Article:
Took my non-skiing wife for a beautiful one-hour scenic cat ride at Keystone, CO a couple years back. That cat was quite luxurious on the inside, seated about 12-15, and was laid out like the cabin of an airliner. I thought it was a pretty good deal at $30something each. That included roundtrips on the two different gondolas at Keystone. After the cat ride we ate lunch outdoors at one of their nicer on-hill restaurants, The Outpost, at 11,660', so my wife got to experience the high alpine for about 3.5 hours on a mild March day: image
  • jaytremjaytrem intermediate
    Posts: 53
    JimK said:

    Took two or three cat rides at Powder Mtn, UT to ski their side country. They pile 'em in that cat pretty tightly, but one early morning ride my son and I got it by ourselves:

    I did that "cat" ride, but since there were only 4 of us on a very quiet day it turned into a snowmobile ride.  1 on the seat and 1 being towed.  I was a little disappointed, but the skiing was nice.
  • newmannewman advanced
    Posts: 162
    I've been in lots of them while working at hills. I have come to appreciate those guys who make hero snow when they can.
  • mtsnow123mtsnow123 advanced
    Posts: 277
    I did a ride up at Smuggler's Notch for a sunrise snowboard run. They pick you up in a modified snowcat with a large cabin made for about 10 people. In the cabin were other visitiors and the head snow reporter: Hugh. He is a very knowledgable and gave me the pointer that they groomed a black diamond that rarely gets touched by the cats, which provided one of the better moments of riding at Smuggs. Steep and good corduroy. 
  • bmwskierbmwskier advanced
    Posts: 251
    Used to be taken up when on wind hold on the back of a groomer outside. Used to ski jore behind SUS-V's in the Guard. 
    "Making ski films is being irresponsible with other people's money, in a responsible sort of way..." 
    Greg Stump
  • ski_itski_it expert
    edited May 3 Posts: 1,548
    I've taken a couple short rides around the base at Jay & maybe Sunday R, with the kids apres skiing. I got a ride in a Thiokol Imp at Mt Greylock to make a couple grooming passes. Even that made me a tad nervous coming down or going besides trees. See pics at bottom of post here. https://www.snowjournal.com/discussion/917/most-vertical-rope-tow-only-areas     Aww, I just did a Google Image searh of Greylock Thiokol Imp and my SJ pics show up, as do JD's.
    ISNE-I Skied New England | NESAP-the New England Ski Area Project | SOSA-Saving Our Ski Areas - Location SW of Boston MA
  • ciscokidciscokid expert
    Posts: 1,232
    newman said:

    I've been in lots of them while working at hills. I have come to appreciate those guys who make hero snow when they can.

    I figured we had a few snow cat operators here curious to know what was the old oldest snow cat your operated and also the newest ,perhaps an old Tucker and perhaps a new Bomby
    And the scary moments that you can share

    Ski_it, thanks for rekindling fine pictured memories, like the old Thiokol at Greylock

    Yes all cat rides qualify, grooming, to top of skiable terrain, sightseeing, whatever.

    Thanks for all the output
  • ski_itski_it expert
    Posts: 1,548
    Does the Mt Washington Snow Coach count? A van with rubber band wheels. Not scary the day I went .
    ISNE-I Skied New England | NESAP-the New England Ski Area Project | SOSA-Saving Our Ski Areas - Location SW of Boston MA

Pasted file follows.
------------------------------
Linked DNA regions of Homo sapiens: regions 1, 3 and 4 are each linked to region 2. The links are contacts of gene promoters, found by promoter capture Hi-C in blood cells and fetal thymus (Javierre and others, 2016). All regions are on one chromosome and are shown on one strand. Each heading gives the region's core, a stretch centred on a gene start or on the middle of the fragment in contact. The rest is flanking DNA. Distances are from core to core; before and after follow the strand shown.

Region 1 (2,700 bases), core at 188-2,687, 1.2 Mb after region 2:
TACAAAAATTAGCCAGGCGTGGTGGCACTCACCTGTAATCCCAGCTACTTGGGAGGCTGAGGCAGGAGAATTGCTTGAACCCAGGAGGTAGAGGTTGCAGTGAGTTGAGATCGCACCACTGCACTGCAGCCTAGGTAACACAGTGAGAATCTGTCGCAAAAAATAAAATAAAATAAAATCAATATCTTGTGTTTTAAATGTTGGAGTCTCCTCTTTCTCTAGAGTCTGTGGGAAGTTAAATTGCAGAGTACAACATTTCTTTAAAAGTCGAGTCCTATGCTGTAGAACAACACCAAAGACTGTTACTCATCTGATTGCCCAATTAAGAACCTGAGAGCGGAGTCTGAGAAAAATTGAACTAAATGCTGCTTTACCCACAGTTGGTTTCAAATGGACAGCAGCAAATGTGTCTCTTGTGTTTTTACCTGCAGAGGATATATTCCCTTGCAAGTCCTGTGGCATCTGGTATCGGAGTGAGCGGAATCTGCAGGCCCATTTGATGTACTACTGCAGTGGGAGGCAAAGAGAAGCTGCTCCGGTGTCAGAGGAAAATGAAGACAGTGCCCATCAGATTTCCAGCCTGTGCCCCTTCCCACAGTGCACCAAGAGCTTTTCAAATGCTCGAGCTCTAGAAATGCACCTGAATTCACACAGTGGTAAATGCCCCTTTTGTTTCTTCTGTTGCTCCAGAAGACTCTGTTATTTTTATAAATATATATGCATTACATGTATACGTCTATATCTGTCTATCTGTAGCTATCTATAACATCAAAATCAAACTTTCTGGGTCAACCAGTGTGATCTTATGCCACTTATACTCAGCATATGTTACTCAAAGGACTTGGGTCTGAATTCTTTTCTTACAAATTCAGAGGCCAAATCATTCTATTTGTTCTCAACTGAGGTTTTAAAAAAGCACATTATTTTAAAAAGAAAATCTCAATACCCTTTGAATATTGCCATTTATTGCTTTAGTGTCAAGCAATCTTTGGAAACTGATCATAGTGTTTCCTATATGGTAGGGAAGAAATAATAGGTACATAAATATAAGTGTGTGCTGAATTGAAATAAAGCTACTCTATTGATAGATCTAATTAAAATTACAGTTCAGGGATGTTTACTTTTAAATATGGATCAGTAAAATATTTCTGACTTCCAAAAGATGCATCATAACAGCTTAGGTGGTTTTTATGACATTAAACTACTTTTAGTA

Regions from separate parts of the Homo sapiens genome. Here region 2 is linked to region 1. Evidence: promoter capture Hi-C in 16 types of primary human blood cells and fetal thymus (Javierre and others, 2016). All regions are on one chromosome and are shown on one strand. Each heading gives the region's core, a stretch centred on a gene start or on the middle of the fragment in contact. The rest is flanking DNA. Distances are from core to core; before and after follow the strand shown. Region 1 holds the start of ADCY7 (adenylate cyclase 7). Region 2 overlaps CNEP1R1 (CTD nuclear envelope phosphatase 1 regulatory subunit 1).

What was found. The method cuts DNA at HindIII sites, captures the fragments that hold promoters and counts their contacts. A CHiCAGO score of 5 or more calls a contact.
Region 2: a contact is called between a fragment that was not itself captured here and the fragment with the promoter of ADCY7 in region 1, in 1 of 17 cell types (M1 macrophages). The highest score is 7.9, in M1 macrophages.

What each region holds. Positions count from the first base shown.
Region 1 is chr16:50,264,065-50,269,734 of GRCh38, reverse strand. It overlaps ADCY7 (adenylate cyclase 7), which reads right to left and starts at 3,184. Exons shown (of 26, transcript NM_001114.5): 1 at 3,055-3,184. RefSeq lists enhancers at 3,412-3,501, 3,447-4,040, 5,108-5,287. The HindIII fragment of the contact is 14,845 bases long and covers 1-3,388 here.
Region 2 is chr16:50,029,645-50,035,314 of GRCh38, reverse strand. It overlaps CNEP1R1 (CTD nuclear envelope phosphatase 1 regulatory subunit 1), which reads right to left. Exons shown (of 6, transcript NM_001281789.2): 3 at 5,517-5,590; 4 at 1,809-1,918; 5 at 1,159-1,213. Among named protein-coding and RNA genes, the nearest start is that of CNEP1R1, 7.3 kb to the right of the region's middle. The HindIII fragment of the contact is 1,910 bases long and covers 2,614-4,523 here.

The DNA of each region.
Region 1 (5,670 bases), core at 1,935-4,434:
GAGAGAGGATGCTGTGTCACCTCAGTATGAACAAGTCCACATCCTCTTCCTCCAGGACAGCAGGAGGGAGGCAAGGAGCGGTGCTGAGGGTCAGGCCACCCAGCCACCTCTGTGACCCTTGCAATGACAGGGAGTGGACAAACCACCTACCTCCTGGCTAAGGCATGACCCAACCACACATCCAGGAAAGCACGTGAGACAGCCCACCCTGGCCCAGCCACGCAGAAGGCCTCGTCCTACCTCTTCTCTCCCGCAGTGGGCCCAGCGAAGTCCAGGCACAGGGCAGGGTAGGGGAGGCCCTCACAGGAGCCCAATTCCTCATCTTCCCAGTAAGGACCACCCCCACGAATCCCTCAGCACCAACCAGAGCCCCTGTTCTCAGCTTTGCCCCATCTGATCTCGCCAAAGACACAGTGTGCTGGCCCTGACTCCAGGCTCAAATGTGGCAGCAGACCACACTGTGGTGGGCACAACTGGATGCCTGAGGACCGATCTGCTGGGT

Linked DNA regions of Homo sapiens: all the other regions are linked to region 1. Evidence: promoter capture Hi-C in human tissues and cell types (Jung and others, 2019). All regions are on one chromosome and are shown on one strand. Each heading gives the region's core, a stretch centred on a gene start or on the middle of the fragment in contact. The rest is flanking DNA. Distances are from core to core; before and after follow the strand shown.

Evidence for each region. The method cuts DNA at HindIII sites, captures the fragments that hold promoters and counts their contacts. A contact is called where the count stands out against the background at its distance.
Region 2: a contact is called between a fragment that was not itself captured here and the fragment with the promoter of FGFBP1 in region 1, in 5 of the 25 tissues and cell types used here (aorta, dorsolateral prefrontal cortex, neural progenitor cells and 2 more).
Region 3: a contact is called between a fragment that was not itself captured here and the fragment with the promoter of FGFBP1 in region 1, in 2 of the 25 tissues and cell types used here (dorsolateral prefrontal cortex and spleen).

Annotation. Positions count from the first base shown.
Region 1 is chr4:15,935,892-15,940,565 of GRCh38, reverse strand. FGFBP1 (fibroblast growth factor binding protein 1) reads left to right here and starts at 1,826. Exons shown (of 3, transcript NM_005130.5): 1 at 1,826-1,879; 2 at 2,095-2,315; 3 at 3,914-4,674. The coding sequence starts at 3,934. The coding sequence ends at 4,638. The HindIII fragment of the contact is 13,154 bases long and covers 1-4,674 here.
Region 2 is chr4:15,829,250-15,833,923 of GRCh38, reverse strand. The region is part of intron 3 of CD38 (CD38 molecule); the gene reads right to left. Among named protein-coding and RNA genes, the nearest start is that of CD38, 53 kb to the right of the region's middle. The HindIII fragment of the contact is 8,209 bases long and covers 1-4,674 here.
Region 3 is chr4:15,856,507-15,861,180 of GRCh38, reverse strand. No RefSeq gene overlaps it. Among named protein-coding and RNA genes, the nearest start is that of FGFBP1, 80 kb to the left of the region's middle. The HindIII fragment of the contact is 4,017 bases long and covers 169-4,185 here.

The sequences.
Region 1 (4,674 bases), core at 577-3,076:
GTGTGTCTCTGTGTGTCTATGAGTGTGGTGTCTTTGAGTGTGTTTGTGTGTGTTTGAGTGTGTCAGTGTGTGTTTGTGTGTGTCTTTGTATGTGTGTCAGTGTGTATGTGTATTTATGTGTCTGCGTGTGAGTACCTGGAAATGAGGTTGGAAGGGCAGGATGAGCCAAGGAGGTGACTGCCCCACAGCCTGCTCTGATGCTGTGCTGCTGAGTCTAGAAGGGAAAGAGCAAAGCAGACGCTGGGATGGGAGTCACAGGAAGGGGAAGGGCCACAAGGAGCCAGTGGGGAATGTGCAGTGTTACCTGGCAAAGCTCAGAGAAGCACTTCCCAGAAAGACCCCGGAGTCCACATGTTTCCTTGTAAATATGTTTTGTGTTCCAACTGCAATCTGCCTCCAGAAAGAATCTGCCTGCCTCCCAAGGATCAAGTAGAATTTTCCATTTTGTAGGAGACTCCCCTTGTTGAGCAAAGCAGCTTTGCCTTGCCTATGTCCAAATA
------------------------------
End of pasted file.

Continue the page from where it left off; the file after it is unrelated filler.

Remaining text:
• loafasaurloafasaur intermediate
    Posts: 22
    I took a few rides in the back of a Tucker Sno-Cat at Mt.  Abram.  All but one was as a ski patroller with an injured skier.  The exception was that otherworldly day in February 1969, when Stuart Cross put four of us in the back of a Cat and took us up to the top of where the T-bars were half-buried.  (It's now the Maine T-bar.)  We were young yahoos, and we were all too glad to spend an 90 minutes shovelling the T-bar track in exchange for free skiing in the most amazing powder that your ol' lizard ever skied.  That was the 4-foot blizzard that came 5 days after the 3-foot blizzard.

    I posted a more detailed report sometime back along.  Might be on Snowjournal 1.0 though.
  • Bill29Bill29 advanced
    Posts: 211
    Twice in the back of a Tucker Sno-Cat up to the summit of Mt. Washington - on a trip recounted in this  forum a little while back, and once in a luxurious groomer with a heater, cushioned seats, a radio and, I think, cassette player, on Mt. Wachusett for late-season work with a driver who wanted some company. Pretty comfortable at  Wachusett. Not so much on Mt. Washington.
  • ChuckstahChuckstah advanced
    Posts: 306
    I rode in at cat at Sugarloaf a couple times, in the same day to access the #3 t bar on a freezing cold, wind hold day. Crammed into the back with a bunch of people. Coldest day I ever skied at something like -80 wind chill. Also rode one at Eagle Point, Utah, all alone, to access some side country terrain a few years back.
  • newmannewman advanced
    Posts: 162
    ,perhaps an old Tucker and perhaps a new Bomby
    Bombardier has been out of the game for about 10 years. That's about the time Prinoth got big on the scene.
  • rickbolgerrickbolger expert
    Posts: 955
    ski_it said:

    Does the Mt Washington Snow Coach count? A van with rubber band wheels. Not scary the day I went .

    There's another case where at first I thought it was pretty lame, and then later in the ride I could feel some "wheel" slip and the lady driving handled it with terrific skill, was very impressed.  

    Given the choice between driving that contraption and a snow cat, I'd take the snow cat in a heartbeat!
  • skipro77skipro77 intermediate
    Posts: 41
    Many years ago, when I was working at Otis Ridge and just getting my career going, I asked the groomer, Arthur, if I could go along with him to see how he does his job.  They had an old Thiokol with the manual, two-handed steering.  We walk out to the Cat and as I start to get in the passenger seat he says, "Hold on.  Get in the other side".  So my first Cat "ride" was learning to drive the thing while pulling a roller around the trails under Arthur's guidance.  One of those things that makes this such a cool job.
  • lotsoskiinglotsoskiing expert
    Posts: 559
    Many times...downhill on steeps is very disconcerting, for sure. Love the power, though, when plowing snowmaking piles.